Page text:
|Red eyes: the curse of all blue-eyed people|
the whole world over.
Sometimes I just need to post things my kids say and do so that Future Christine (who is stronger, leaner, and meaner than Present Christine) can remember and become the sort of unhelpful person who stops new moms and says, with a wistful sigh, "Enjoy it while you can. It goes by so fast."
I know this is pretty mean for Present Christine, but seriously? That's completely unhelpful. Please, stranger lady, go enjoy your children or grandchildren as they are right now. If you need a baby fix, volunteer at the hospital or church nursery. Or hold mine! I'm on the fourth one, I don't care about germs anymore. Have you had your shots? We're good then. I'll be back in thirty. I'll bring you a latte.
(You guys, let's all chuckle because we all know that Present Christine is pretty mean in her own right. I hate to meet Future Christine. She's such a jerk.)
I don't mind sharing that maybe 75% of the time our house feels like chaos. Now, that it IS chaos is just patently not true; it is just how it feels. The Professor and I are both rigid Type A individuals, so there is lots of order and routine in our home, and the kids are all happy hostages in our great takeover. Stockholm Syndrome kicked in long ago, especially for B. Everyone craves organization, everyone craves routine, and I still have to give a numbered list of stops we're visiting on errand day to avoid traumatic meltdowns. My kids are also Type A, is what I'm telling you. My house is clean. Our sh*t is in order.
But still: it often feels like chaos, and I know this is just because four children get in the way of ANY type of organization we think we have set in stone. There are shoes everywhere, even if they are stacked neatly by the front door in the designated spot. I still step on Legos, even if the boys are fabulous about keeping them only in their room. I'm still waiting on C to finish up her breakfast so we can get out the door on time, and this is mainly because C is the least-Type A of all of us and also: She is four. And in a perpetual dreamworld. It's a beautiful place full of unicorns and rainbows, but dangit, it makes me late. I am never late. I do not brake for unicorns.
So as you see, the chaos is mainly of our own devising, with a little bit of good old-fashioned rascally kid chaos mixed in for funsies. We go to bed happy but exhausted to our bones. My expression is permanently set at "Exasperated." Twice this morning I found myself saying, "Y'all. I cannot even." And then later I had to apologize for hollering at everyone. C asked me, "Why are you so angry this morning?"
Burn. Queen Mean Present Christine.
We had one of THOSE days over the weekend. Everyone was nuts. None of us had a chance to rest or just hang out together. Neither The Professor nor I got any one-on-one with each other or any of our children. We put our kids to bed snarling at them the entire time, while they chattered happily and hugged us tight. We were taking them for granted and demanding that they get themselves together and, I don't know, become US. Immediately.
After everyone was in bed we came downstairs. He started on the dishes and I grabbed one of the kids' notebooks to steal some paper to make a grocery list. It turned out to belong to B, my sweet, sensitive, tightly-wound child. (I am so sorry, Future B.) The first page I turned to made me exclaim out loud. The Professor asked what I had seen, and I told him:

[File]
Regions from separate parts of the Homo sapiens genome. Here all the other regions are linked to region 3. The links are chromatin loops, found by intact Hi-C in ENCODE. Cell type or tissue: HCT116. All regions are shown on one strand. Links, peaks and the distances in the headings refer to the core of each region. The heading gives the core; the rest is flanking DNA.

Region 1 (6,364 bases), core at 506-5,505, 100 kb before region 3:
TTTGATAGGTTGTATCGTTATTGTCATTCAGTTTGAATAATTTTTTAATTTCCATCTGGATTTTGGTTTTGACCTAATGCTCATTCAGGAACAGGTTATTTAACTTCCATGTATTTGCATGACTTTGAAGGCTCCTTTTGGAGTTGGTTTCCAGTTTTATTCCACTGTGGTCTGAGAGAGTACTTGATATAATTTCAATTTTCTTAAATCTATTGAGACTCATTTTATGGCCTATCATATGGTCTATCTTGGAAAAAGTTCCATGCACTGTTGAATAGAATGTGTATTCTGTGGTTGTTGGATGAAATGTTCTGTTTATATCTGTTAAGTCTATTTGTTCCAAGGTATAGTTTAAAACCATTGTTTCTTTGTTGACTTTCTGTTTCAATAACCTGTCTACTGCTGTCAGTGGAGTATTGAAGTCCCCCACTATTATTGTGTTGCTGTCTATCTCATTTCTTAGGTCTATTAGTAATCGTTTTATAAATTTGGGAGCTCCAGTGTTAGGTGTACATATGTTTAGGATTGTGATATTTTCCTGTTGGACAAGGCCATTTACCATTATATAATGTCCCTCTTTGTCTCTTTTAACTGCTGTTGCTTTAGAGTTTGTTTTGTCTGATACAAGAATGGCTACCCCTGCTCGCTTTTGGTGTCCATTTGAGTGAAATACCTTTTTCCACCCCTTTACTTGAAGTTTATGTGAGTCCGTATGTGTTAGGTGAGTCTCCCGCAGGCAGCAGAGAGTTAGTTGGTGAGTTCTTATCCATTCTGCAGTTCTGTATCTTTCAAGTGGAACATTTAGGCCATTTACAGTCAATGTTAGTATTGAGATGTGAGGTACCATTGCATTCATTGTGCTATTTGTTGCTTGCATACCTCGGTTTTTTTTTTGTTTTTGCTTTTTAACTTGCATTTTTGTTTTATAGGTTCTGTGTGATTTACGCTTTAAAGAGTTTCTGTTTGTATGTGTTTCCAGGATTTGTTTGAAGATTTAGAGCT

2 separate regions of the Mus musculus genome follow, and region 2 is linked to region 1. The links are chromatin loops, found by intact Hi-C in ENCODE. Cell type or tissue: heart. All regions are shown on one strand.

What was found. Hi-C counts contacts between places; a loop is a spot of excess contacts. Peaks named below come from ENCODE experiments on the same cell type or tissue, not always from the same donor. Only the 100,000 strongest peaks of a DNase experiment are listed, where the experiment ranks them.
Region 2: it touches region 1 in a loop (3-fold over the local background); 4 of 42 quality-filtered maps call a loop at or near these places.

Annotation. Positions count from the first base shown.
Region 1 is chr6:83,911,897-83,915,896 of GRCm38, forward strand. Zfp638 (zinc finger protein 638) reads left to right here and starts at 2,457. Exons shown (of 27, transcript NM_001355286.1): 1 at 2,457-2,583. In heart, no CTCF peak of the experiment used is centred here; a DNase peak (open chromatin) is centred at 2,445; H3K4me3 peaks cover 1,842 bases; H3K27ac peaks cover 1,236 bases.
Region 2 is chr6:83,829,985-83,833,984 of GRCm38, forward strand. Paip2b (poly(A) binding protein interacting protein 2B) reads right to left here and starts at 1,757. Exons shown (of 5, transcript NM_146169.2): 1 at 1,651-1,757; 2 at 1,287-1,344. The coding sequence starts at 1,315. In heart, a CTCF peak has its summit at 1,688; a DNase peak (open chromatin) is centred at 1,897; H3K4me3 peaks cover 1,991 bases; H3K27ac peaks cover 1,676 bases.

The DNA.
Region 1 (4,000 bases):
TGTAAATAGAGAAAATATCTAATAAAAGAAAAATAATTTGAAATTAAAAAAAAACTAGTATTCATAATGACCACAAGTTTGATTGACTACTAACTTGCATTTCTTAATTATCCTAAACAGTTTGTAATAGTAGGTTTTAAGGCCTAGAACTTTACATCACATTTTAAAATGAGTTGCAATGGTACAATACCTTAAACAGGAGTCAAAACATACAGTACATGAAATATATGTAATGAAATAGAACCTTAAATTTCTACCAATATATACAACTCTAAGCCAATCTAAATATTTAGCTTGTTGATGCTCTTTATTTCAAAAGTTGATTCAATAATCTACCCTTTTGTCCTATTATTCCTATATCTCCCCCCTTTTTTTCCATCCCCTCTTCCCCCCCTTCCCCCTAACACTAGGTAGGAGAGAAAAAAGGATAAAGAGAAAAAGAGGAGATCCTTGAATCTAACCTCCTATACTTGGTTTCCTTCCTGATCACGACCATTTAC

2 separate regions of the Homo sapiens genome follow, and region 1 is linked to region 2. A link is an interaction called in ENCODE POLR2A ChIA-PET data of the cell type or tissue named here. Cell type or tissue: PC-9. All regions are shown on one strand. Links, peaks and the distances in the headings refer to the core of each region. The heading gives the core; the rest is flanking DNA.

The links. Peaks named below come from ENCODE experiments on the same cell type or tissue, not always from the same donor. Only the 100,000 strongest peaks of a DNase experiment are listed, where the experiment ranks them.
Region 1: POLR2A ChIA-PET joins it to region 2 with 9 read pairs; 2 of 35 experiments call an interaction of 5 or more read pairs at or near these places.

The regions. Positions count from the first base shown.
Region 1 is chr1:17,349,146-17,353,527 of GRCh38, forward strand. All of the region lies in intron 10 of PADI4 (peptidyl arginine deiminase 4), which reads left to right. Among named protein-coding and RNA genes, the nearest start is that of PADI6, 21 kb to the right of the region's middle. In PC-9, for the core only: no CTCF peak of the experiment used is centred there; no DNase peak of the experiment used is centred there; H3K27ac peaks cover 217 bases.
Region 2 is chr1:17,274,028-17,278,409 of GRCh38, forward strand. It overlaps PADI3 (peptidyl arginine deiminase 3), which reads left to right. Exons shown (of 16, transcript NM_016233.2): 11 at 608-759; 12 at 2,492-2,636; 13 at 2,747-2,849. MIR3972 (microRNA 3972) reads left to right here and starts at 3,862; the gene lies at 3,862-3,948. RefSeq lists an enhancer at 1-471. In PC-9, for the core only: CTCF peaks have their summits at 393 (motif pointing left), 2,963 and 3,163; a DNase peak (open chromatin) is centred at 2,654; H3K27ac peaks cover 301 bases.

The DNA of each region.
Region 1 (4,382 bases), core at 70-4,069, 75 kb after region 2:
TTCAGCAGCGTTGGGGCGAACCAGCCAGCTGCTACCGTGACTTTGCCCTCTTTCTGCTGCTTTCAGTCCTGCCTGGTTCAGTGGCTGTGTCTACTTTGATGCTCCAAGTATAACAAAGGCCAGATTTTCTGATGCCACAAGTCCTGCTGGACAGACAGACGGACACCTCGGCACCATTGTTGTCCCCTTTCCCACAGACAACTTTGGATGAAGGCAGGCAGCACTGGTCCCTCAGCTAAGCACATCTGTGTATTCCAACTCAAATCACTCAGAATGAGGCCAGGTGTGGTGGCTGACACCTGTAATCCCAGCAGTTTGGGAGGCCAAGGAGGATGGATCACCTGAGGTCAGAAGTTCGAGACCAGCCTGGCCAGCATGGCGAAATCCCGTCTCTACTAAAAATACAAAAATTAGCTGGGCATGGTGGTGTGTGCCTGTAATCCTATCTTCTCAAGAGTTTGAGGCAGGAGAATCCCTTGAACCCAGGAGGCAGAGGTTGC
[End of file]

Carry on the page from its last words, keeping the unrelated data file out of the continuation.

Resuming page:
"Dear Dad: I love you Dad. Love B."
I kept turning pages to find a blank one.
"I love DAD."
"Mama I love you."
Eventually I gave up on blank paper and just started flipping, reading his messages out loud.
"Frands in Sunday School: [list of names]
"I love Mrs. Adamson"
"Dear Mama, I love you."
"My Frands: [list of names]
"Once Upon a time was a boy named B...and he lived happily ever after. THE END"
"Dear Ta I love Ta."
"I love my dad."
Most pages just contained one line or sentence, in the wasteful way of children. Oh, how precious those messages were. They hit my heart with their deep love and sensitivity, reminding me of how ungracious I had been to my boy who had the audacity to whine at me. (Gosh, five-year-old. Grow up.) I was so ashamed of myself while simultaneously so proud of the love B had to offer, despite my sometimes weak example. I vowed to get over myself and my rigid personality and always appreciate them in the future.
And then, of course, I lost it with him this morning because he had the audacity to be off of school on my birthday and then ask me the same question four times in a row.
I don't know what I'm getting at. Of course I could make this a Sunday school answer and point toward God, and of course that is true and right and good. I cannot do anything on my own, as I learn in painful lessons multiple times each day. I could start walking the streets and hollering at random, startled mothers to "Enjoy this while you can!" (That option would make no sense because a) it makes no sense anyway, and b) where are my OWN children in this scenario? Wandering the neighborhood? I hope they have become feral children in the nearby cornfields. What a great scenario.)
I guess I'm mainly writing this down so that Future Christine can enjoy it, even from a distance. I hope Future Christine can look back on Past Christine and think, Oh, you did a great job with those kids, and you certainly enjoyed it. Your hair looked like a hot mess three-quarters of the time, but no one can deny that you loved your kids and raised them up and gave them and yourself to God a thousand times a day. Well done, faithful mama. Now go get your upper lip waxed, because it won't break the bank and HONEY.
Reminder to Present Christine: Call the salon.